Resources

If you think that you or someone you know is being stalked, we encourage you to follow the “STEPS” action plan created by stalking experts to engage in active and ongoing safety planning:

  1. See it (and acknowledge it as stalking)- The Stalking and Harassment Risk Profile (SHARP) can help with this step. Learn as much as you can about stalking, including use of technology to stalk.
     

  2. Threat Assessment- Do not minimize or downplay the level of risk involved with stalking behavior. Stalking can be a “red flag” for increased violence, psychological harm, or life sabotage. Risk can be increased if the stalker has a mental health issue or illness. Risk also increases if the stalker’s behavior involves firearms or other dangerous weapons. Plan ahead for your safety by thinking about the specific threats you may face and vulnerabilities you may have. Think ahead about what you can do in specific situations, particularly if the stalker shows up unexpectedly so that you can be prepared. Practice things you might say or do to avoid or escape a dangerous situation. Ask people you trust to watch out for you and help you stay safe.
     

  3. Evidence Collection- Document the stalking behaviors and preserve evidence. If law enforcement or the courts were to ever get involved, documenting the stalking can help highlight the pattern of behavior, and show that the behavior is deliberate and intentional. Whether or not you choose to petition for a Stalking Protection Order, documenting the stalking behavior is strongly recommended.
     

  4. Protection- People who are being stalked must be active and ongoing in their safety planning, which can sometimes mean making changes in lifestyle, daily routines or living situations. It is important to be clear with the stalker that the harassment and stalking is unwanted. Document how the stalker was notified that their contact is not wanted and should stop. Law enforcement may be able to help communicate this request, or a stalking protection order may be a helpful protective measure. Then avoid contact with the stalker as much as possible.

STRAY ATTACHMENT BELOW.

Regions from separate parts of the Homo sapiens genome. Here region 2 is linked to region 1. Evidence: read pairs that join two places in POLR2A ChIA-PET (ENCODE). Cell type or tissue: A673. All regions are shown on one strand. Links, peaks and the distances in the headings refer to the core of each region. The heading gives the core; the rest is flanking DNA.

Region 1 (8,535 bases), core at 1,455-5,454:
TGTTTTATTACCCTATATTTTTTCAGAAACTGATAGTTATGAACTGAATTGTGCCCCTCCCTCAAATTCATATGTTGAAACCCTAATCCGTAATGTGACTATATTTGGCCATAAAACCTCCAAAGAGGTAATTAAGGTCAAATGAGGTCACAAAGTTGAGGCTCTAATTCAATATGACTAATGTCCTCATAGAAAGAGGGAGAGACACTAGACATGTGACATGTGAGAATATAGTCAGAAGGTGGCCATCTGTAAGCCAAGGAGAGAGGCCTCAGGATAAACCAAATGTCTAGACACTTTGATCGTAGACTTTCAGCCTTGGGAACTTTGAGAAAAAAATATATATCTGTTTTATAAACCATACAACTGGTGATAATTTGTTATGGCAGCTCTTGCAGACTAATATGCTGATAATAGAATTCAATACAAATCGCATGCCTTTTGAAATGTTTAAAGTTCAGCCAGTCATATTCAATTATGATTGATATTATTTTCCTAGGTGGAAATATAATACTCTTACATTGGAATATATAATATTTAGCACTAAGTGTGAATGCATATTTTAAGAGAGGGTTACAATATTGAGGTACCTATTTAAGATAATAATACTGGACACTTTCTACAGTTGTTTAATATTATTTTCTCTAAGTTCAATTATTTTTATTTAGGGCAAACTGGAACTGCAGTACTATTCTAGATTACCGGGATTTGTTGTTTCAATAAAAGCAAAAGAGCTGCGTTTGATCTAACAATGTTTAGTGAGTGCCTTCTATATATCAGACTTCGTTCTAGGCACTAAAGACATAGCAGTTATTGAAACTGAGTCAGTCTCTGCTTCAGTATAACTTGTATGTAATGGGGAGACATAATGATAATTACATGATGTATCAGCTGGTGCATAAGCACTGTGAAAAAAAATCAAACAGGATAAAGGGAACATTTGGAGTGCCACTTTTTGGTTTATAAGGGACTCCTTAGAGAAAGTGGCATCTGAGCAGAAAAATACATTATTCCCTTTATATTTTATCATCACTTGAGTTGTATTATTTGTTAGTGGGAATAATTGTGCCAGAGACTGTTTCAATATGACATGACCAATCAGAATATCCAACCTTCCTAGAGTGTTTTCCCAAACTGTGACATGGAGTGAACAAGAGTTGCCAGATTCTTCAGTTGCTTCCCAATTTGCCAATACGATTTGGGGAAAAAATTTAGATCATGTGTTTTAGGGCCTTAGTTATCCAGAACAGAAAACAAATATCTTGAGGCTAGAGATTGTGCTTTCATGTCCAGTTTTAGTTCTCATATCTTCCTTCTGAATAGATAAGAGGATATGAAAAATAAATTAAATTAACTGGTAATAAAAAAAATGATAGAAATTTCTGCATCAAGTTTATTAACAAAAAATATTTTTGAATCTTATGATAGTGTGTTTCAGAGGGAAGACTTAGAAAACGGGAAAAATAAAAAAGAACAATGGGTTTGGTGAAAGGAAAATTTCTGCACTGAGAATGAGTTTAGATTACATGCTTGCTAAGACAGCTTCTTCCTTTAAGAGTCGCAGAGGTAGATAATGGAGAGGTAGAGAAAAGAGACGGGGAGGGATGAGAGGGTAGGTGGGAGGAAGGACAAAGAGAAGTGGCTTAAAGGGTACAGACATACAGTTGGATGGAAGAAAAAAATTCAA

5. Support- It is really important to seek support. Telling trusted others like friends, family, teachers, employers, and neighbors what is happening can provide emotional support and help with thinking through safety measures. Consider notifying law enforcement to see what kind of support and assistance they can offer.

Community & State Resources

  • Victim Connect Helpline 855-4-VICTIM (855-484-2846)
     

  • Stalking Resource Center
    A Program of the National Center for Victims of Crime that promotes awarenees, action and advocacy to enhance victim safety and hold stalking offenders accountable. Comprehensive information available.
     

  • coercivecontrol.org
    A website created by TK Logan which contains numerous resources for stalking victims.
     

  • OutrageUs
    A non-profit that helps victims and professionals take action and find effective strategies to address stalking and partner violence.
     

  • Stalking Victims Sanctuary
    Helpful information and resources for stalking victims.

U.S. Dept. of Justice Office on Violence Against Women – Stalking Page
 

National Institute of Justice Stalking Page
 

National Organization for Victim Assistance Stalking Page


 

Resources For Digital & Online Abuse

Technology Safety from National Network to End Domestic Violence
Comprehensive resources and information on the use of technology for agencies and survivors of stalking, trafficking, domestic and sexual violence. Includes toolkits and an App Safety Center
 

Digital Trust
Comprehensive resources and information on how stalkers use technology and what to do about it
 

Crash Override Network
A crisis helpline, advocacy group and resource center for people who are experiencing online abuse

Tools

Stalking and Harassment Assessment and Risk Profile (SHARP)
A research-based online tool to help assess the “big picture” of a stalking situation, to educate about risks and offer safety suggestions. Created by TK Logan, Ph.D. Robert Walker, M.S.W., L.C.S.W., and Jeb Messer, B.A. (9/11/13).
 

Stalking Incident and Behavior Log
 

Tracking the Stalker (PDF) with sample log

Some of these resources have been provided by:
https://www.stalkingprotectionorder.org/safety-tips-resources.html